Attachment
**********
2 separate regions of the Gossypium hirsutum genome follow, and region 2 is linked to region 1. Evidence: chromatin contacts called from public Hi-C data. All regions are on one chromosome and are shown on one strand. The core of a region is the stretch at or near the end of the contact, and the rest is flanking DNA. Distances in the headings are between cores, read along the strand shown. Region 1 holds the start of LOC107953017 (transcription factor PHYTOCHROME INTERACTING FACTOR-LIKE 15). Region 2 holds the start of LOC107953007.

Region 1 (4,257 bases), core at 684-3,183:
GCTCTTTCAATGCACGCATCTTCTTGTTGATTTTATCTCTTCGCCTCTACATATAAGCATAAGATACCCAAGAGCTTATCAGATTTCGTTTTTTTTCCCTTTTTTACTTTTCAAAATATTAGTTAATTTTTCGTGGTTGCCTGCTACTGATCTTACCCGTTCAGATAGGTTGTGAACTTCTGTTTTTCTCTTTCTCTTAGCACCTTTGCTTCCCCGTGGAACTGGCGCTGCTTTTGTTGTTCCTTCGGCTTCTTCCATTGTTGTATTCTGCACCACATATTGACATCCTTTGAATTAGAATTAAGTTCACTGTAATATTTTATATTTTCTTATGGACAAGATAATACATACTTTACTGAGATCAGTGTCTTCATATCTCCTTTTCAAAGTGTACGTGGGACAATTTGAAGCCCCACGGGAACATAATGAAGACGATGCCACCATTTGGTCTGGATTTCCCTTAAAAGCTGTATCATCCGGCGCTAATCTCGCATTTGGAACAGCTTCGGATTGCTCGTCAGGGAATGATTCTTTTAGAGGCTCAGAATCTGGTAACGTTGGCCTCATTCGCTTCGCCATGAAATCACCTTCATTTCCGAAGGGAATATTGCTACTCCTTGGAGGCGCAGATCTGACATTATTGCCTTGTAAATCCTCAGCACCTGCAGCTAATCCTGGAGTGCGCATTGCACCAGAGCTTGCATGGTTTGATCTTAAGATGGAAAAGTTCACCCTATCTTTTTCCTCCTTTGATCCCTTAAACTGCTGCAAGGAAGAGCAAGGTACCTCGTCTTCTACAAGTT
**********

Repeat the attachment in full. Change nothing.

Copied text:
2 separate regions of the Gossypium hirsutum genome follow, and region 2 is linked to region 1. Evidence: chromatin contacts called from public Hi-C data. All regions are on one chromosome and are shown on one strand. The core of a region is the stretch at or near the end of the contact, and the rest is flanking DNA. Distances in the headings are between cores, read along the strand shown. Region 1 holds the start of LOC107953017 (transcription factor PHYTOCHROME INTERACTING FACTOR-LIKE 15). Region 2 holds the start of LOC107953007.

Region 1 (4,257 bases), core at 684-3,183:
GCTCTTTCAATGCACGCATCTTCTTGTTGATTTTATCTCTTCGCCTCTACATATAAGCATAAGATACCCAAGAGCTTATCAGATTTCGTTTTTTTTCCCTTTTTTACTTTTCAAAATATTAGTTAATTTTTCGTGGTTGCCTGCTACTGATCTTACCCGTTCAGATAGGTTGTGAACTTCTGTTTTTCTCTTTCTCTTAGCACCTTTGCTTCCCCGTGGAACTGGCGCTGCTTTTGTTGTTCCTTCGGCTTCTTCCATTGTTGTATTCTGCACCACATATTGACATCCTTTGAATTAGAATTAAGTTCACTGTAATATTTTATATTTTCTTATGGACAAGATAATACATACTTTACTGAGATCAGTGTCTTCATATCTCCTTTTCAAAGTGTACGTGGGACAATTTGAAGCCCCACGGGAACATAATGAAGACGATGCCACCATTTGGTCTGGATTTCCCTTAAAAGCTGTATCATCCGGCGCTAATCTCGCATTTGGAACAGCTTCGGATTGCTCGTCAGGGAATGATTCTTTTAGAGGCTCAGAATCTGGTAACGTTGGCCTCATTCGCTTCGCCATGAAATCACCTTCATTTCCGAAGGGAATATTGCTACTCCTTGGAGGCGCAGATCTGACATTATTGCCTTGTAAATCCTCAGCACCTGCAGCTAATCCTGGAGTGCGCATTGCACCAGAGCTTGCATGGTTTGATCTTAAGATGGAAAAGTTCACCCTATCTTTTTCCTCCTTTGATCCCTTAAACTGCTGCAAGGAAGAGCAAGGTACCTCGTCTTCTACAAGTT